I haven’t always loved Westerns.
When I was younger, I thought they were boring, except for the shoot-outs. But my Dad and my brother loved them. In fact, Westerns written by Louis L’Amour were the only books my brother read. Between him and our sister, they had pretty much all of Louis L’Amour’s books. Through them, I heard about The Sackett brothers, and grew to like names like “Orin” and “Tell”, to name a few. It all sounded pretty cool, but I was into Stephen King at the time.
Being a movie buff, I had more patience with Western movies. From the slapstick, spaghetti westerns “They Call me Trinity” and “Trinity is Still My Name”, to the post modern Sam Raimi classic “The Quick and the Dead”, to true classics like “The Searchers”, and The Man With No Name trilogy.
But it took a fellow writer’s original Western, “The Guns of Retribution”, for me to finally read a Western.
Written by Icy Sedgwick, “Guns….” tells the story of Grey O’Donnell, a typical tough-guy of the Old West. Together with his young protegé, Billy Cole, and his silent, loyal, childhood friend, and Apache Native American Mahko, they are bounty hunters, literally waiting for a train. On that train is their next payday.
But, like any good story, things don’t go as smoothly as planned, especially when a man from Grey’s past turns up as Sheriff of their shared hometown, Retribution. To say there’s bad blood between Grey and Sheriff Jasper Roberts is an understatement. Although Grey and his posse escape their initial run-in with Sheriff Roberts, you just know it won’t be the last. Soon, Grey has no choice to face his past, one that includes family, a lost love, and revenge.
There isn’t really anything new with “The Guns of Retribution”. But if you love Westerns, then sometimes, the best stories are the ones that we know and want to hear again and again. It doesn’t have the details and depth of the true classics, but any fan of the Western genre will easily slip into the feel of the story.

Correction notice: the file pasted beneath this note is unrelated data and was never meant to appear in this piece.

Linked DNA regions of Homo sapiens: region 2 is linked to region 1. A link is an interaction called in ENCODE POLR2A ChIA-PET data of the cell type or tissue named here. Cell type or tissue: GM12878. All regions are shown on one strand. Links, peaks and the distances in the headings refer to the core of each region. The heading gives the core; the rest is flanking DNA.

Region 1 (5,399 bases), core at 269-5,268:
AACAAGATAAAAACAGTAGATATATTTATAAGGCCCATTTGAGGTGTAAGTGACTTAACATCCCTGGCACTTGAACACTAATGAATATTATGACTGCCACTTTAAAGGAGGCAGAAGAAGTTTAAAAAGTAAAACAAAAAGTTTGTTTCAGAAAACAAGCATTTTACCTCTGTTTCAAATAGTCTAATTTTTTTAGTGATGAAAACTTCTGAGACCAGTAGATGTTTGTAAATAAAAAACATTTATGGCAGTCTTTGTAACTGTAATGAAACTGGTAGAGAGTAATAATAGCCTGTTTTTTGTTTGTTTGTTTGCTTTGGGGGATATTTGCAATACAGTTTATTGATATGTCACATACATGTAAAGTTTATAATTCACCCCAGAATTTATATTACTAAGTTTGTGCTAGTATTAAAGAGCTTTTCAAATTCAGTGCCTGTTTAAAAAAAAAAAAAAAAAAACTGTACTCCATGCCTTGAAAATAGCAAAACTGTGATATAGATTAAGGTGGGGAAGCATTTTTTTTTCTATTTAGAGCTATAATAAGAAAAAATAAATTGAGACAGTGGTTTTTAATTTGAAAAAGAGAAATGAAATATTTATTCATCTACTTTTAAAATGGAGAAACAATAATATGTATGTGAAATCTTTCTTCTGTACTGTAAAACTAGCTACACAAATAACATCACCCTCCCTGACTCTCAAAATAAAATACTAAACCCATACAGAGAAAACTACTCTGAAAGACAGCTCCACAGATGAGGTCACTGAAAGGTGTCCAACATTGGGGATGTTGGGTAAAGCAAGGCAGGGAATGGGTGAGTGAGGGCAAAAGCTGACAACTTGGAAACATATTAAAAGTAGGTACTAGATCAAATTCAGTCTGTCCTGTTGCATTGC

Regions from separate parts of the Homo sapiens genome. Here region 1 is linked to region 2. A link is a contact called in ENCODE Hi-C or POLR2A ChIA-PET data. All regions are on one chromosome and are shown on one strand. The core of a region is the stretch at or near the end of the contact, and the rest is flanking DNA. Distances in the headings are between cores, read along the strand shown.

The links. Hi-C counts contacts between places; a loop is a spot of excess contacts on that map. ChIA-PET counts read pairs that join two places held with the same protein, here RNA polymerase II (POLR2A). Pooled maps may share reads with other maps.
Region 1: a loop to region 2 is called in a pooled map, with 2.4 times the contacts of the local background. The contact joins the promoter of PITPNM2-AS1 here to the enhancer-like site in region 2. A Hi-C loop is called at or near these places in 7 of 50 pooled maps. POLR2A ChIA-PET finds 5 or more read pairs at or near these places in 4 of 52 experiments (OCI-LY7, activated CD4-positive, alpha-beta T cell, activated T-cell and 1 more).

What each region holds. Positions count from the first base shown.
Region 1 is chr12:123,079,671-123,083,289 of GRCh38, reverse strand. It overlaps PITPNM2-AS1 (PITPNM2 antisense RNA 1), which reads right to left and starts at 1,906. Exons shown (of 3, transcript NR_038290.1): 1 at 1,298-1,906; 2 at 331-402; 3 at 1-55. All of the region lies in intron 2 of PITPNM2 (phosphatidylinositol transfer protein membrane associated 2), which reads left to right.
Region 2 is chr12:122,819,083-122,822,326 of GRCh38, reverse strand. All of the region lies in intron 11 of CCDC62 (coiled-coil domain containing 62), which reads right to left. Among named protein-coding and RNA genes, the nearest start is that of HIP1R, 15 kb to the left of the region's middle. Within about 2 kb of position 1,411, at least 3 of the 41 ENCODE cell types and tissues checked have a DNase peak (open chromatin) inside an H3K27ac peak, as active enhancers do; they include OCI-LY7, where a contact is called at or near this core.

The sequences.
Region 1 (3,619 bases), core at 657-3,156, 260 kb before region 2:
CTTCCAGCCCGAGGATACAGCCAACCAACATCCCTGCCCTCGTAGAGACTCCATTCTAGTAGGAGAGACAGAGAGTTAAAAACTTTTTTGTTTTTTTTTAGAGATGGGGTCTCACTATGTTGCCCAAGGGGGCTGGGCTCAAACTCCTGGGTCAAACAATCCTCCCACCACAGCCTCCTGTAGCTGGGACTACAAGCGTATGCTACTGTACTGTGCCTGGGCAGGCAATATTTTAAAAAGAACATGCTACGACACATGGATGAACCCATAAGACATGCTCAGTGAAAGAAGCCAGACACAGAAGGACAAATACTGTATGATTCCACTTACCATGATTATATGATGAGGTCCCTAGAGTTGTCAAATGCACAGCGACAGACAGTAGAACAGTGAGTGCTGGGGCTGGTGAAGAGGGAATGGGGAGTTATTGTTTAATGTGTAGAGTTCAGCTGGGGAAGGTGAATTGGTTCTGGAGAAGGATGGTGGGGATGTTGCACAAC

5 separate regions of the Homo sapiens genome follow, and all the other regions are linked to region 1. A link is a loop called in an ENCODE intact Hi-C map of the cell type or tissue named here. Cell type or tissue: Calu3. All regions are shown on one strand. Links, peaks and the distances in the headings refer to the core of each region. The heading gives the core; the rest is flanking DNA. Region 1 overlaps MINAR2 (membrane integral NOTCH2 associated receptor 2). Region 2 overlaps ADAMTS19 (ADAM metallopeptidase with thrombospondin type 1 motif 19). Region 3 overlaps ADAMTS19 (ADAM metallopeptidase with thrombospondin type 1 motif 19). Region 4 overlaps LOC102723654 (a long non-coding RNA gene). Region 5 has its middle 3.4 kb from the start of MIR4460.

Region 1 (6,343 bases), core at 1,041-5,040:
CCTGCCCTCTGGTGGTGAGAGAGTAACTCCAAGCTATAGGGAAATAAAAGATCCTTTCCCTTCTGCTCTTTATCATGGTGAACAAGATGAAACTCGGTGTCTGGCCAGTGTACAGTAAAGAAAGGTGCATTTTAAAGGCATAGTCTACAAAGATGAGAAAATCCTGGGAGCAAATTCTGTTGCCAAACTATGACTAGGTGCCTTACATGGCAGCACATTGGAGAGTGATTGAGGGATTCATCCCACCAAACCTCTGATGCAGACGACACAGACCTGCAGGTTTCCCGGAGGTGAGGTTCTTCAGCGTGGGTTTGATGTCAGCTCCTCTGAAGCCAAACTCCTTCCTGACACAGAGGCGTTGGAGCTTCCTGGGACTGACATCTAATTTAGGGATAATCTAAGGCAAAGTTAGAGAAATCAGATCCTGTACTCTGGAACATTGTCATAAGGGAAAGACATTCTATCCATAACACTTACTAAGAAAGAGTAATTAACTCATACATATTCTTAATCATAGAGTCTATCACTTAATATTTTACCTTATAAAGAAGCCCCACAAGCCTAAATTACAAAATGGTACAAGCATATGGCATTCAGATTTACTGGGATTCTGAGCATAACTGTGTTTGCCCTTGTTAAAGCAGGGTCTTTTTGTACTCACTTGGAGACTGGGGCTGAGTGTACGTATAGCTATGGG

Grey O’Donnell is a classic Western tough-guy archetype. He’s the tough, fair, handsome stranger that brings out the best of his posse. Billy is the young, hot-head, but he doesn’t come across as stupid or foolhardy, which is a relief. Instead of charging off half-cocked, he’s loyal, and smart enough to help get Grey out of a jam a couple of times. Mahko is a silent partner to Grey and Billy. He has a shared past with Grey, one that is brutal and terrible, like many stories about interactions with settlers and Native Americans. As the story goes, and we learn more about Retribution, Mahko’s tribe, how he and Grey came together, and just who Jasper Roberts is. Like Grey, no new ground is covered with Roberts. He’s the bad guy. A nasty piece of work that needs to be put in his place. Although typical, he still pushes all the right buttons and makes you cheer even more for Grey to do what needs to be done.
The biggest downside to “The Guns of Retribution” was its length. I wanted more of Billy and especially Mahko! The interplay between them and Grey felt genuine and made them quite likeable. Even though Mahko doesn’t speak throughout the book, his personality shines through, especially when dealing with a lady of a hotel in a nearby town where they hideout. Mahko’s wordless charisma was a simple, but enjoyable high-point.